I must mention that Totara Park was an excellent introduction to Auckland’s many trail running parks. Set in the south of Auckland right behind the Auckland Botanical Gardens, Totara is  8km loop and is an easy run with 50 or so steep steps half way through to shrink thighs – if done regularly that is. It’s usually quiet with a few dog walkers and joggers like myself that appreciate fresh air, cicada noises, occasional view of clear streams trickling away as you dash by and generally a little bit more excitement than  sweating  away on boring pavements in view of everyone. I started running this route with my flat mate at the time and a few “yes” friends and then started doing it solo. Depending on fitness you can finish this in 40 mins to 1.5 hours.

Id’ put up tantalizing shots with maps but I didn’t take any. Google is your friend for this one.

Anyways back to tramping with Feet First.

So I decided to brave the Waitakere Regional Park, which is located west of Auckland and boasts many a walking tracks! I walked from Dam road to Summit track to Hamilton track through to Christie’s track back to Dam road again. All in all about a 5 hour hike.

Summit track loop

This is actually a bit of challenge for first time trampers – there’s much hill climbing and then we went downhill so much I was surprised we didn’t end up at the bottom of the ocean! The walk did not allow for much scene viewing, especially for me since I was busy trying to catch up with the others! Also I was apparently breaking into new shoes. And I am still breaking into them! So much so that I put them up on trade me! DO YOUR NECESSARY RESEARCH BEFORE BUYING HIKING SHOES!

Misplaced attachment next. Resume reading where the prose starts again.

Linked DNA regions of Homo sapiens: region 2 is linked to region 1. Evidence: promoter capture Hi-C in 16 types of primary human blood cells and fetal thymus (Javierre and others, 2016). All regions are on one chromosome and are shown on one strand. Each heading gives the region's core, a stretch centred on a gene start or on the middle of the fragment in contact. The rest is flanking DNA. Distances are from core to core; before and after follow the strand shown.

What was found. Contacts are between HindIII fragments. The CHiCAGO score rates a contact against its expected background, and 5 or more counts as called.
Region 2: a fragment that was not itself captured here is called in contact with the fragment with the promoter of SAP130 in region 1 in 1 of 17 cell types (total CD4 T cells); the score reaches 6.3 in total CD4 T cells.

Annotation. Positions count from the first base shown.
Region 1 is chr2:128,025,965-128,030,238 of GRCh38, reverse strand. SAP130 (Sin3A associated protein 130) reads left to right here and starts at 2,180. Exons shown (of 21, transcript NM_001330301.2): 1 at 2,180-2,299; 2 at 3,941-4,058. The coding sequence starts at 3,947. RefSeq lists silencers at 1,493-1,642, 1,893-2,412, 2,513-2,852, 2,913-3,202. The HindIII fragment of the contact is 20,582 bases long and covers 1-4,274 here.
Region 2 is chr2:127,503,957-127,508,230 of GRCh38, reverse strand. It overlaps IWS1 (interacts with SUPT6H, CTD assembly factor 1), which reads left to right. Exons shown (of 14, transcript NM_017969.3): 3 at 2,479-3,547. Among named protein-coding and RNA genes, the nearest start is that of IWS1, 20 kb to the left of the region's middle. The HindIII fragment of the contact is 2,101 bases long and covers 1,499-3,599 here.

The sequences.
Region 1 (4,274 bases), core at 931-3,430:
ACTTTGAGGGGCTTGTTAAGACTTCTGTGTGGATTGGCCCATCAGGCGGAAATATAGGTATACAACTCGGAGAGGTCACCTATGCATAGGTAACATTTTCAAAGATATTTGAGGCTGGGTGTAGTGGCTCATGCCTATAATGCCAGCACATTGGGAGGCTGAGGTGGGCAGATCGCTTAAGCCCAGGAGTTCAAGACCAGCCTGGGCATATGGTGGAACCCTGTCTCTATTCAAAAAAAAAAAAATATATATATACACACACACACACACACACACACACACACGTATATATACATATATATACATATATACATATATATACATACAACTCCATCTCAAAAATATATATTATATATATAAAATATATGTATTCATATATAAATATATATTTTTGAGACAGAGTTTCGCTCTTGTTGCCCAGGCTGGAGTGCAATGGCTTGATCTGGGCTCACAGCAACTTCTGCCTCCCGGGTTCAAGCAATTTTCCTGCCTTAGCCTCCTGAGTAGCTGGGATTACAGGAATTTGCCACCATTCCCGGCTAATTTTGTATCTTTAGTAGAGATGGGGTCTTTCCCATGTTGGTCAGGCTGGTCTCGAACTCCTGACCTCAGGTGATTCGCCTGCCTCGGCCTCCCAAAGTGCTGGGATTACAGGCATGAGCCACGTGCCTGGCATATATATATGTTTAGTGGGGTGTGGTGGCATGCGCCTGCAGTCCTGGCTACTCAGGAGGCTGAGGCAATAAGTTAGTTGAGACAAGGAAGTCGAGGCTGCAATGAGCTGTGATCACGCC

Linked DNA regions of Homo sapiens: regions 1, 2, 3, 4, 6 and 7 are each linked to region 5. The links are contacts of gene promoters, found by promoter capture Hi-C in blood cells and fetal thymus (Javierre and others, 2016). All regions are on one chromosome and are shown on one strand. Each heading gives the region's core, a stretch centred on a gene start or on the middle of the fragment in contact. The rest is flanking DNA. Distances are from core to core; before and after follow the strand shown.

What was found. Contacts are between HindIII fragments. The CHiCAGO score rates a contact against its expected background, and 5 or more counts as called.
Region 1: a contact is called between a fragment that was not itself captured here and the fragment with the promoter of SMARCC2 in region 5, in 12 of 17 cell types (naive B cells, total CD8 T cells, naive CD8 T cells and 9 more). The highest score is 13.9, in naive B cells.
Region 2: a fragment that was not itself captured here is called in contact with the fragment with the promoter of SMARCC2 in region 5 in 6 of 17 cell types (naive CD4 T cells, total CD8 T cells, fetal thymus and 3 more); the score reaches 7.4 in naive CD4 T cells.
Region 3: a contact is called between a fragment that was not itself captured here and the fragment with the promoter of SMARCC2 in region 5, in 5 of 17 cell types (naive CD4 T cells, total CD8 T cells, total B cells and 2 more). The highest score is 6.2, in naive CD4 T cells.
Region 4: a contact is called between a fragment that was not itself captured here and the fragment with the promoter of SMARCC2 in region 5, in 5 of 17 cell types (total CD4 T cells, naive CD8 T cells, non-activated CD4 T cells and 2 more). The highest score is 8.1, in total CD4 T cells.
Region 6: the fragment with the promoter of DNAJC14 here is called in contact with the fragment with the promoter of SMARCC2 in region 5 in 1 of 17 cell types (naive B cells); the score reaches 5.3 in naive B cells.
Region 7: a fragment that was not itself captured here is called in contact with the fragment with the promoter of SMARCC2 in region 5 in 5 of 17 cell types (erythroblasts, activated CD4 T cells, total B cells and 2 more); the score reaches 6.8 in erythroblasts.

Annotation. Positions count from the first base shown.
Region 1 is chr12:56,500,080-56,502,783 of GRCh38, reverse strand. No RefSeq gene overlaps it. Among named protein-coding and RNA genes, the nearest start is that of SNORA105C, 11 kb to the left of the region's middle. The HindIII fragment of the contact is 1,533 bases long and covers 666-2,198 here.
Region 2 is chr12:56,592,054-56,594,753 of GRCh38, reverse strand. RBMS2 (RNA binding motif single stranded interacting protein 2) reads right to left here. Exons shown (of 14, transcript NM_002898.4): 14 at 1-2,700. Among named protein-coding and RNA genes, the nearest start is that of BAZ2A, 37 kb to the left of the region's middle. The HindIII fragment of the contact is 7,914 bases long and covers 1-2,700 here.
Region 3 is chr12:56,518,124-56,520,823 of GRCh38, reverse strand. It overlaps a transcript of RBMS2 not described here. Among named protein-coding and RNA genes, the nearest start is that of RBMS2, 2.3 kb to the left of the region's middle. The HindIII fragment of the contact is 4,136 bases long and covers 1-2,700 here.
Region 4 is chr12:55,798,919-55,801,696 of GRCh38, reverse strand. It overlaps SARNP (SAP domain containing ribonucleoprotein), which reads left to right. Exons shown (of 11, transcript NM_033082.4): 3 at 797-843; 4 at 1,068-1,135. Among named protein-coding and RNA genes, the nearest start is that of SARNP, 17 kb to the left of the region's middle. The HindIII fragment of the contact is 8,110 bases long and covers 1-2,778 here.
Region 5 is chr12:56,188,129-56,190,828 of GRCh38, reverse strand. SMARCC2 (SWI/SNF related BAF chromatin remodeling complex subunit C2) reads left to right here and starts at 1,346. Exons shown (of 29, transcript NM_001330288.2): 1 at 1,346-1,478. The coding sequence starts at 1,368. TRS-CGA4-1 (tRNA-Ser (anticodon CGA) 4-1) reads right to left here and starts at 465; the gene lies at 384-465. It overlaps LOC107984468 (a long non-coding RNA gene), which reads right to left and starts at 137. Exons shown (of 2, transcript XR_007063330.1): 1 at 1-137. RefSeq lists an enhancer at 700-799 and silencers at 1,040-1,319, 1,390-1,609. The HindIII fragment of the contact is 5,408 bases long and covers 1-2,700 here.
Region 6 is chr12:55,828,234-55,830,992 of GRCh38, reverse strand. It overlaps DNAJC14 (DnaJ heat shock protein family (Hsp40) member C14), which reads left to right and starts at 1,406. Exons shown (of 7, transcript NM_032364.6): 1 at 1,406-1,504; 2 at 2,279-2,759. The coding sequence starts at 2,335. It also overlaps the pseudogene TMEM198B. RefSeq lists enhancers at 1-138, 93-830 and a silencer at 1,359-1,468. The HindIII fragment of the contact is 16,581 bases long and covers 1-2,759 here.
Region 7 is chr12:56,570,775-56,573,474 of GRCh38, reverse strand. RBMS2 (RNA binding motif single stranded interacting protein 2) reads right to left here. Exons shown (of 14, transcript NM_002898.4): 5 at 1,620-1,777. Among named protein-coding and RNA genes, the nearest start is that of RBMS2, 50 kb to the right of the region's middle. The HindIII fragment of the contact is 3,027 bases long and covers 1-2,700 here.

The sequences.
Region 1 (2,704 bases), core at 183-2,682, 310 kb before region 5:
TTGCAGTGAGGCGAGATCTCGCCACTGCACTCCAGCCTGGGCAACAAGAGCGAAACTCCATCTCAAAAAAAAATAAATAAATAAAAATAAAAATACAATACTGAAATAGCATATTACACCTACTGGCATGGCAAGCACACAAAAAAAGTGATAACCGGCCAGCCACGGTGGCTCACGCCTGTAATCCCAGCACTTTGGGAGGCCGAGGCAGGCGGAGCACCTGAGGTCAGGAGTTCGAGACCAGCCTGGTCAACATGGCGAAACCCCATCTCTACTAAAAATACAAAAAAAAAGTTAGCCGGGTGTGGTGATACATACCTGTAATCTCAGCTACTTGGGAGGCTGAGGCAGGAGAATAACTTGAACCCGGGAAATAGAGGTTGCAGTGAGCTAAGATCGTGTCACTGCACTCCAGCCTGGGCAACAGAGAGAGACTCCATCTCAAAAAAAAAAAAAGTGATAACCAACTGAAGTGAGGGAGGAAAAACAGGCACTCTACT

But there were some interesting face-booking moments with some fun girls I met which made the journey even more memorable! It so happens that Dam road is pretty close to the massive Piha beach. Black sanded, mammoth of a beach re-known for being murderous! I did have time to dip my aching feet into the incoming tide and feel the power of its surge back into the sea. It could take me easily if I took a dip!

Also there’s organic honey sold for $12 at the nearby art gallery.

Enjoying lunch after a few hours of hefty climb – seasoned hikers know to travel light and pack dried fruits, chocolates, energy bars and nuts etc. I wasn’t seasoned yet and it was only a day hike so went all out with a tuna sandwich! But I did feel proud that I had already invested in a 2 liter hydrator, the handiest hiking tool ever!


We came across these interesting rock formations which are lovely to take photos around!




There were some easy stream crossing and I took out time to pose!


And Piha beach at sunset


Puhoi Valley – Dunn’s bush in autumn .Puhoi valley is located an hour north of Auckland and is known for its cheese-making. The cheese can be tasted and bought at the Puhoi Valley cheese café at 275 Ahuroa Road. This is also a great stop for a feed or some ice-cream.

Again with Feet First I explored the mixed  terrain bushes for 5 hours. There were no tracks and when this happens one is supposed to look for orange markers hanging off trees or placed somewhere in site, unless of course there is a written sign post!

What orange trail markers look like:

Orange marker

There was some excitement as we couldn’t locate our next orange trail marker anywhere and Stephen announced that we were officially lost! I think this was the best part, felt like we were in the “survivor” series.

We were instructed to sit under the trees and snack while he went looking for the track. This opportunity was taken away from him as soon enough a passing trail runner guided us all back on track.

This was a fairly easy hike, pleasant starting off with some amazing scene viewing over the Puhoi valley and ending up with a drink and fish & chips at the rustic Puhoi Pub which was holding some sort of bikers convention at the time. Never had I seen so many leather clad dudes all at once! Too cool! Wish I’d taken photos but my phone died.